In some recent yieldco structures, I've observed that when operating cash flow from the assets isn't enough to pay for the dividend, cash from debt or equity issuances can make up the difference - something akin to a Ponzi. Incoming cash from one shareholder is paid out to another shareholder as a dividend.
Even when fraud isn't involved, this system can still collapse very quickly if the assets just aren't providing enough cash flow to support the dividend.
The incentives of this structure are out of whack. The parent company wants growth, and since it can "sell" assets to a captive buyer (the yieldco) at just about any price, it doesn't have to worry too much about overpaying for these assets. It knows the captive buyer will be ready with cash in hand to buy these assets at a premium.
In SunEdison's case, management's incentive was certainly to get the stock price higher because, like many companies, a large amount of compensation was stock-based. But their bonuses also depended on two main categories: profitability and megawatts completed.
Both categories incentivize growth at any cost - value per share is irrelevant in this compensation structure. You might say that profitability sounds nice, until you read how management decided to measure it:
"the sum of SunEdison EBITDA and foregone margin (a measure which tracks margin foregone due to the strategic decision to hold projects on the balance sheet vs. selling them)."
Hmmm... that is one creative definition of profitability. Not surprisingly, all the executives easily met the "profitability" threshold, and bonuses were paid - this is despite a company that had a GAAP loss of $1.2 billion and a $770 million cash flow loss from operations.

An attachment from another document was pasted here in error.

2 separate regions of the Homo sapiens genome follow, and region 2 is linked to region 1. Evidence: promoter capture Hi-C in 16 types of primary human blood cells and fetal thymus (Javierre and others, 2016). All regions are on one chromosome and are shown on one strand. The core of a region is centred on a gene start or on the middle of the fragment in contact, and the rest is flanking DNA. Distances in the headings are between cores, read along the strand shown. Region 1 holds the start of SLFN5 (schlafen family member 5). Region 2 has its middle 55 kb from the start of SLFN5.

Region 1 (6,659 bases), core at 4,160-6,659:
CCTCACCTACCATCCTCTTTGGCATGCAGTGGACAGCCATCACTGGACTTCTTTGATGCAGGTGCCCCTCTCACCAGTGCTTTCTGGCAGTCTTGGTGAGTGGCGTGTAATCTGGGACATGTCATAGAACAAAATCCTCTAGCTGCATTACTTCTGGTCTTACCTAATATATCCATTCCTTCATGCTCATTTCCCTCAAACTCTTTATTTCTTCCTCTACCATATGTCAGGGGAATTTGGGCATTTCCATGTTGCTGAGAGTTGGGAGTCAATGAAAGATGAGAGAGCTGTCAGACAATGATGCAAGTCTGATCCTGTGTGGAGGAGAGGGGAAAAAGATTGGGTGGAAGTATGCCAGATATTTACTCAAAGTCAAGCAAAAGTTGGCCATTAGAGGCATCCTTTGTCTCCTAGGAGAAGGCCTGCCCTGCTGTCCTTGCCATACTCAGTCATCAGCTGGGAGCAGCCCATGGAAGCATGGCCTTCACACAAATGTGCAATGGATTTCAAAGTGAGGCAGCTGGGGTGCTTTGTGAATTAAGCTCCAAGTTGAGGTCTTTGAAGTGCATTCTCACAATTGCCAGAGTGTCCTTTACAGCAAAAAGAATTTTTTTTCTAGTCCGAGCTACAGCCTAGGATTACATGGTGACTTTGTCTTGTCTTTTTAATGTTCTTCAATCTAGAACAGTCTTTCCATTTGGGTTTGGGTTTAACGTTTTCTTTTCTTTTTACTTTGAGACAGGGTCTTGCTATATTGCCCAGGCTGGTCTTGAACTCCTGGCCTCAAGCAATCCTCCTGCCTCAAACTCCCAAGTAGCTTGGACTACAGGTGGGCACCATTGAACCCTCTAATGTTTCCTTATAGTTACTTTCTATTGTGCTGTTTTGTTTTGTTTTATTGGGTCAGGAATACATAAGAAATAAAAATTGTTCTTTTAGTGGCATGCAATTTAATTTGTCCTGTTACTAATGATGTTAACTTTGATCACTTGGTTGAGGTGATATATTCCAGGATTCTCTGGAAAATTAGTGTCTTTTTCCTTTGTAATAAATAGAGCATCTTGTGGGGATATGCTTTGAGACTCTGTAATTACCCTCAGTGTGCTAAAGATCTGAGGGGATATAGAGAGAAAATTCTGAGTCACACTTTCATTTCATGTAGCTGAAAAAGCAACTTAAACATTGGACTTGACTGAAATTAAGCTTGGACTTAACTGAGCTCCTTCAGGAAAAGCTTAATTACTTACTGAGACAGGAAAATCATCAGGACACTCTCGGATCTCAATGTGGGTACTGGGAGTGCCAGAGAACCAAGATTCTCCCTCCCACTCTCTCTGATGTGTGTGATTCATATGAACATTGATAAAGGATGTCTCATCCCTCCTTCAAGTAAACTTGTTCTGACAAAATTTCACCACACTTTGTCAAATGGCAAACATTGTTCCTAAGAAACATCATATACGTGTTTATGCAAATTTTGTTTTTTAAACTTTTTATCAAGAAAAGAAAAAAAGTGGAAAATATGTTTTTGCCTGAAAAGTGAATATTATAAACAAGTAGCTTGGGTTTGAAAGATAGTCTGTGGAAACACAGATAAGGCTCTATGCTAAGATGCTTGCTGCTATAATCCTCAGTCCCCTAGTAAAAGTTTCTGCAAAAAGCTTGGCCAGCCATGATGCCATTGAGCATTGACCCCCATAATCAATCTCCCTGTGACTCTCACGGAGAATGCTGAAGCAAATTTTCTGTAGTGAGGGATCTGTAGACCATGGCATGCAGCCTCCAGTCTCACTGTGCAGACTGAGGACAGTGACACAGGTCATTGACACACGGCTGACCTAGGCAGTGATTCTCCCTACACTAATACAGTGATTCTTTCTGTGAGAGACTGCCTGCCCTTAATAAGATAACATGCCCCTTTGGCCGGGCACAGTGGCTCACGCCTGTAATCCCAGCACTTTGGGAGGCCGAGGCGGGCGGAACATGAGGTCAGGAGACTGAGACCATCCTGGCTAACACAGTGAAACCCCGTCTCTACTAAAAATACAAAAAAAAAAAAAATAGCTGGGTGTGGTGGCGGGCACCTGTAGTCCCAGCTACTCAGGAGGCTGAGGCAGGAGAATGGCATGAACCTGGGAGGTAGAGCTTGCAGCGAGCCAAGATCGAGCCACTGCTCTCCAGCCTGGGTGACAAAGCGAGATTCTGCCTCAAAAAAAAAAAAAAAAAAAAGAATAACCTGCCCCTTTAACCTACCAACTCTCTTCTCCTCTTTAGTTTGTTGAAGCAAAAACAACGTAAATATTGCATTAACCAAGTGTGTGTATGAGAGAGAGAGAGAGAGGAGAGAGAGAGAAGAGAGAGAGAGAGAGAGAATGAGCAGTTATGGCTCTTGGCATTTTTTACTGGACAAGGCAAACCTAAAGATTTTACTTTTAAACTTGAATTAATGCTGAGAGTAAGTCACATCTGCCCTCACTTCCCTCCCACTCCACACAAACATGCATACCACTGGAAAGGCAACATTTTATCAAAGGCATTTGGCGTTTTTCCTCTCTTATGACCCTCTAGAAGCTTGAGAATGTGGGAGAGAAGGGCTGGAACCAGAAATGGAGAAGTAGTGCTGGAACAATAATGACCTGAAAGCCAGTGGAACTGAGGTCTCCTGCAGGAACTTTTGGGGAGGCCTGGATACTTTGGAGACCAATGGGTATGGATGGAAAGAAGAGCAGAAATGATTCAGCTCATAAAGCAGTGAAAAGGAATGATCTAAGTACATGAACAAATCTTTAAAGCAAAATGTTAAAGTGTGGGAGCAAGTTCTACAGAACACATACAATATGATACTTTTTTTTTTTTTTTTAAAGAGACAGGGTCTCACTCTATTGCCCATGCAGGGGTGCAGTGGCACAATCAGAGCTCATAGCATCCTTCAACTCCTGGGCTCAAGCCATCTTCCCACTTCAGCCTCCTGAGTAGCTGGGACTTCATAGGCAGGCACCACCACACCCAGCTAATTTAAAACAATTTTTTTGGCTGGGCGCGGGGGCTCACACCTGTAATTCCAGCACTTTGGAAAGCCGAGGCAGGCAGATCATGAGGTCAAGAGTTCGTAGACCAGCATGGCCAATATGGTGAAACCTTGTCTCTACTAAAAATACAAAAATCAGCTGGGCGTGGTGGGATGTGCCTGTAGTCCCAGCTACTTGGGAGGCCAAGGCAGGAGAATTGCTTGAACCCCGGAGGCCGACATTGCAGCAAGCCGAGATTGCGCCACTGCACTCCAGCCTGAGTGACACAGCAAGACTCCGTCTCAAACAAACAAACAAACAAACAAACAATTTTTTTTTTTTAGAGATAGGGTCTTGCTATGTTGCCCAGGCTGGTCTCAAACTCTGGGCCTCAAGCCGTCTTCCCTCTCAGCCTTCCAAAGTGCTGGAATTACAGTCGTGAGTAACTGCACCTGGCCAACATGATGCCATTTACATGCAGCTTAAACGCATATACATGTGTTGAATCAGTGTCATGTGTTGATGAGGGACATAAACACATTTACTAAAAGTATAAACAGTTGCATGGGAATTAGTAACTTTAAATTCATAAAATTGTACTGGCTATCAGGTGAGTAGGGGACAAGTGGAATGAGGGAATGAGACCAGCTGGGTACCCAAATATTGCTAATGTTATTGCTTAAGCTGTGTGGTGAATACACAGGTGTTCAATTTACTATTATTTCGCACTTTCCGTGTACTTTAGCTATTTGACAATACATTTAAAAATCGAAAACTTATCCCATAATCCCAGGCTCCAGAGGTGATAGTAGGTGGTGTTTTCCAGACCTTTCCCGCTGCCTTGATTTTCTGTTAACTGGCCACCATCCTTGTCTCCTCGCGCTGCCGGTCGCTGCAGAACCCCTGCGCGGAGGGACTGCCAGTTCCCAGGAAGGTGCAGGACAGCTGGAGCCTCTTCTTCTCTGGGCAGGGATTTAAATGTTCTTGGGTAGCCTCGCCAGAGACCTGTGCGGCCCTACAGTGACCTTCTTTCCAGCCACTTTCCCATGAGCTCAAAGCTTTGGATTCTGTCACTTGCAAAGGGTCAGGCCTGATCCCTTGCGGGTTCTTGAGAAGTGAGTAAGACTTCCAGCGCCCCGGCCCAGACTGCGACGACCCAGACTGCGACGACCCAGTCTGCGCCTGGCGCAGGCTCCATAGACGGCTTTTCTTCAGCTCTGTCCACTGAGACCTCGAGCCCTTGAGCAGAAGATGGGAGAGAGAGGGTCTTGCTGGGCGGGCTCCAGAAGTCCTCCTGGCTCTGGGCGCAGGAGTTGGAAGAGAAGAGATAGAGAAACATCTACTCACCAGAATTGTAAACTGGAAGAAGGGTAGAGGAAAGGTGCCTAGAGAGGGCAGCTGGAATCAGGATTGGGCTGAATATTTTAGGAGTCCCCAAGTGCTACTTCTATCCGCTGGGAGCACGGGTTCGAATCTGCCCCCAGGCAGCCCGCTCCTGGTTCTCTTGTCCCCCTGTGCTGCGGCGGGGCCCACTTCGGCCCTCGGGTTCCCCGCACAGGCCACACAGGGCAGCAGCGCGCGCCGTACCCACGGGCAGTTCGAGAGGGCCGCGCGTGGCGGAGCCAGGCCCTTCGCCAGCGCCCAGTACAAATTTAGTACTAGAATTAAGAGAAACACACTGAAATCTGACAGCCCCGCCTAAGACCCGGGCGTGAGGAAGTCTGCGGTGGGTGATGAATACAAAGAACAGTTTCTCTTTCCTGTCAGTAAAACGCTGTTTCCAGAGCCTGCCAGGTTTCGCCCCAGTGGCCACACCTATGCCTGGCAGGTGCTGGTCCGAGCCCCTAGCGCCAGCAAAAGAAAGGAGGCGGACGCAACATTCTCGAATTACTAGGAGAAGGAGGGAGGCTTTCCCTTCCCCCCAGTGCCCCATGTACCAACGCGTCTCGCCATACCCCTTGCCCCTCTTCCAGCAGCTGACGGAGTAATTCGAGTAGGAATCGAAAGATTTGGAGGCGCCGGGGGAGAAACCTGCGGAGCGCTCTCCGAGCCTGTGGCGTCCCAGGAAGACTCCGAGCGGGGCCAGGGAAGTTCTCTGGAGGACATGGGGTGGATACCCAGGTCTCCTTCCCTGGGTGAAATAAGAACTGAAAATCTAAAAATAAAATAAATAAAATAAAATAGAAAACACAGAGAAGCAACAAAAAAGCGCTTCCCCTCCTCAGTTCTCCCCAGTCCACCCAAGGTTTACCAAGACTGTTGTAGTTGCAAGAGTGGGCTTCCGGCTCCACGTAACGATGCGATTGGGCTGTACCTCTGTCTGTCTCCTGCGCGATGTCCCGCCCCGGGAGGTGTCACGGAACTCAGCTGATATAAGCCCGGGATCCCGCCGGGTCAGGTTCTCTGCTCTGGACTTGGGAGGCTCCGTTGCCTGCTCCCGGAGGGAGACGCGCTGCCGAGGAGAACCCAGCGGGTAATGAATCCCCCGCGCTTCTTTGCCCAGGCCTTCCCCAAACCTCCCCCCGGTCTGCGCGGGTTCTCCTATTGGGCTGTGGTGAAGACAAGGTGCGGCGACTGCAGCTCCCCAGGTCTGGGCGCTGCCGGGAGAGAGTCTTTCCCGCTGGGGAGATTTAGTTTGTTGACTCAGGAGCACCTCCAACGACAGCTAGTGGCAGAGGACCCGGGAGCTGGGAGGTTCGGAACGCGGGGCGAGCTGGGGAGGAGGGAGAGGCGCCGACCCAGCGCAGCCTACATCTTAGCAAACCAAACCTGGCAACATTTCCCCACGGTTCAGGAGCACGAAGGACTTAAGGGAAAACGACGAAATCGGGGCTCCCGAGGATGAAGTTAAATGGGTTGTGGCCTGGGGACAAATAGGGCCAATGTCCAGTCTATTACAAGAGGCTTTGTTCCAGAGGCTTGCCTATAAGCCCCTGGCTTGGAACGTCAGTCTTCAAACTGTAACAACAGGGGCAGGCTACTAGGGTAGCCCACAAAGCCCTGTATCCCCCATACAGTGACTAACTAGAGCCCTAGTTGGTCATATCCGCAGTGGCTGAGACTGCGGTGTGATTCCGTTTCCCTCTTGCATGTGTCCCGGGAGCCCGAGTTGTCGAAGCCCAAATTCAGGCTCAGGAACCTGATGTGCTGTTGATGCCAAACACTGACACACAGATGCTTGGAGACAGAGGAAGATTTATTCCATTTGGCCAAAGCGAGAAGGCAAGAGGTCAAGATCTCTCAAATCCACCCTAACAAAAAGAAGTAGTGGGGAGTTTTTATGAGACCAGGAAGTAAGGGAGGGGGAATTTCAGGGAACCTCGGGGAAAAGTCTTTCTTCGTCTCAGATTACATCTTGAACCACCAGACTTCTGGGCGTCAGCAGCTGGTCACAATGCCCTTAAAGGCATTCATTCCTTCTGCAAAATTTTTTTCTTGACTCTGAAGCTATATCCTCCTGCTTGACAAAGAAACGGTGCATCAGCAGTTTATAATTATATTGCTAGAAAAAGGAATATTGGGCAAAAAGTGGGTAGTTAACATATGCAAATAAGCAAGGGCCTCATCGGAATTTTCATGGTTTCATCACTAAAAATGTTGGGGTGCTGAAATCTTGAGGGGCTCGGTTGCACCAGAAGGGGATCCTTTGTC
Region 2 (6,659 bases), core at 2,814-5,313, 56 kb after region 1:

Growth at Any Cost
At the root of these structures is often a very ambitious (sometimes overzealous) management team. The Wall Street Journal mentioned that Ahmad Chatila, SUNE's CEO, said that SunEdison "would one day manage 100 gigawatts worth of electricity, enough to power 20 million homes." Just last summer, Chatila predicted the company would be worth $350 billion in 6 years, and one day would be worth as much as Apple (NASDAQ:AAPL). These aggressive goals are often accompanied by a very aggressive, growth-oriented business model, which can sometimes lead to very aggressive accounting practices.
I haven't researched SunEdison or claim to know much about the business or the renewable energy industry. I've followed the story in the paper, mostly because of my interest in David Einhorn, an investor I admire and have great respect for. Einhorn had a big chunk of capital invested in SUNE.